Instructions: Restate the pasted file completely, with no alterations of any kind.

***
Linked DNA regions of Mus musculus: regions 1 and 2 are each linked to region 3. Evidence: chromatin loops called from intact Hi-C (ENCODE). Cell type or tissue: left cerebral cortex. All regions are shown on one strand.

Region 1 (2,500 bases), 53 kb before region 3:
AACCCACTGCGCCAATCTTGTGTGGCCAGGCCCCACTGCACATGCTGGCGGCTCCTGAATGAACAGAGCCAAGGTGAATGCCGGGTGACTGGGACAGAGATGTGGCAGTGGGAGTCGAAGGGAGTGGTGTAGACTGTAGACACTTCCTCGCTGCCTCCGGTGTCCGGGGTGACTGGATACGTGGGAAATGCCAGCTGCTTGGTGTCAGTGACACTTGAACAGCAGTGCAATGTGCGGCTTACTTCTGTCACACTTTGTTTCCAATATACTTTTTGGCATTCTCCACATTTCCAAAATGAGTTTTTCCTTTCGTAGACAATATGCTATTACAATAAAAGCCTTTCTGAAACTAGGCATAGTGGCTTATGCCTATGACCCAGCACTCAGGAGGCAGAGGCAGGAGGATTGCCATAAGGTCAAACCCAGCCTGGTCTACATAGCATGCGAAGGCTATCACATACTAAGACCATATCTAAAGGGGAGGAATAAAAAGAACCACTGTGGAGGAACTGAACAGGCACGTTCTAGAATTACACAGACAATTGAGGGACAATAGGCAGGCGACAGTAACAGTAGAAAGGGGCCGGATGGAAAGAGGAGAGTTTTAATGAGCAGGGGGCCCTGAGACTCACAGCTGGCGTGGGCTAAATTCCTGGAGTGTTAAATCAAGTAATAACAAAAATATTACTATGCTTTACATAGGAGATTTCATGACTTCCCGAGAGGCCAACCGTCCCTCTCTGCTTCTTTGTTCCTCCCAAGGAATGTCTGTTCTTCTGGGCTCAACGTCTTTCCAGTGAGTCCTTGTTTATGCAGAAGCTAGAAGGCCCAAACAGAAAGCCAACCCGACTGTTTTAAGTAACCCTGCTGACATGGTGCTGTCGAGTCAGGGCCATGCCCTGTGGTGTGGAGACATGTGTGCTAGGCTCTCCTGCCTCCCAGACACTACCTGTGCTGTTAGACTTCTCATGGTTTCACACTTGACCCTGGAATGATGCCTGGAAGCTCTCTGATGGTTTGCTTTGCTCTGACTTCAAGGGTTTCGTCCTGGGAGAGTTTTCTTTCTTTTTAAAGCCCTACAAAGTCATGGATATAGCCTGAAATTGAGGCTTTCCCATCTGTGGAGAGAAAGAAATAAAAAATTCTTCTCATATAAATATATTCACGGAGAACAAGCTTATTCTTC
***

Linked DNA regions of Mus musculus: regions 1 and 2 are each linked to region 3. Evidence: chromatin loops called from intact Hi-C (ENCODE). Cell type or tissue: left cerebral cortex. All regions are shown on one strand.

Region 1 (2,500 bases), 53 kb before region 3:
AACCCACTGCGCCAATCTTGTGTGGCCAGGCCCCACTGCACATGCTGGCGGCTCCTGAATGAACAGAGCCAAGGTGAATGCCGGGTGACTGGGACAGAGATGTGGCAGTGGGAGTCGAAGGGAGTGGTGTAGACTGTAGACACTTCCTCGCTGCCTCCGGTGTCCGGGGTGACTGGATACGTGGGAAATGCCAGCTGCTTGGTGTCAGTGACACTTGAACAGCAGTGCAATGTGCGGCTTACTTCTGTCACACTTTGTTTCCAATATACTTTTTGGCATTCTCCACATTTCCAAAATGAGTTTTTCCTTTCGTAGACAATATGCTATTACAATAAAAGCCTTTCTGAAACTAGGCATAGTGGCTTATGCCTATGACCCAGCACTCAGGAGGCAGAGGCAGGAGGATTGCCATAAGGTCAAACCCAGCCTGGTCTACATAGCATGCGAAGGCTATCACATACTAAGACCATATCTAAAGGGGAGGAATAAAAAGAACCACTGTGGAGGAACTGAACAGGCACGTTCTAGAATTACACAGACAATTGAGGGACAATAGGCAGGCGACAGTAACAGTAGAAAGGGGCCGGATGGAAAGAGGAGAGTTTTAATGAGCAGGGGGCCCTGAGACTCACAGCTGGCGTGGGCTAAATTCCTGGAGTGTTAAATCAAGTAATAACAAAAATATTACTATGCTTTACATAGGAGATTTCATGACTTCCCGAGAGGCCAACCGTCCCTCTCTGCTTCTTTGTTCCTCCCAAGGAATGTCTGTTCTTCTGGGCTCAACGTCTTTCCAGTGAGTCCTTGTTTATGCAGAAGCTAGAAGGCCCAAACAGAAAGCCAACCCGACTGTTTTAAGTAACCCTGCTGACATGGTGCTGTCGAGTCAGGGCCATGCCCTGTGGTGTGGAGACATGTGTGCTAGGCTCTCCTGCCTCCCAGACACTACCTGTGCTGTTAGACTTCTCATGGTTTCACACTTGACCCTGGAATGATGCCTGGAAGCTCTCTGATGGTTTGCTTTGCTCTGACTTCAAGGGTTTCGTCCTGGGAGAGTTTTCTTTCTTTTTAAAGCCCTACAAAGTCATGGATATAGCCTGAAATTGAGGCTTTCCCATCTGTGGAGAGAAAGAAATAAAAAATTCTTCTCATATAAATATATTCACGGAGAACAAGCTTATTCTTC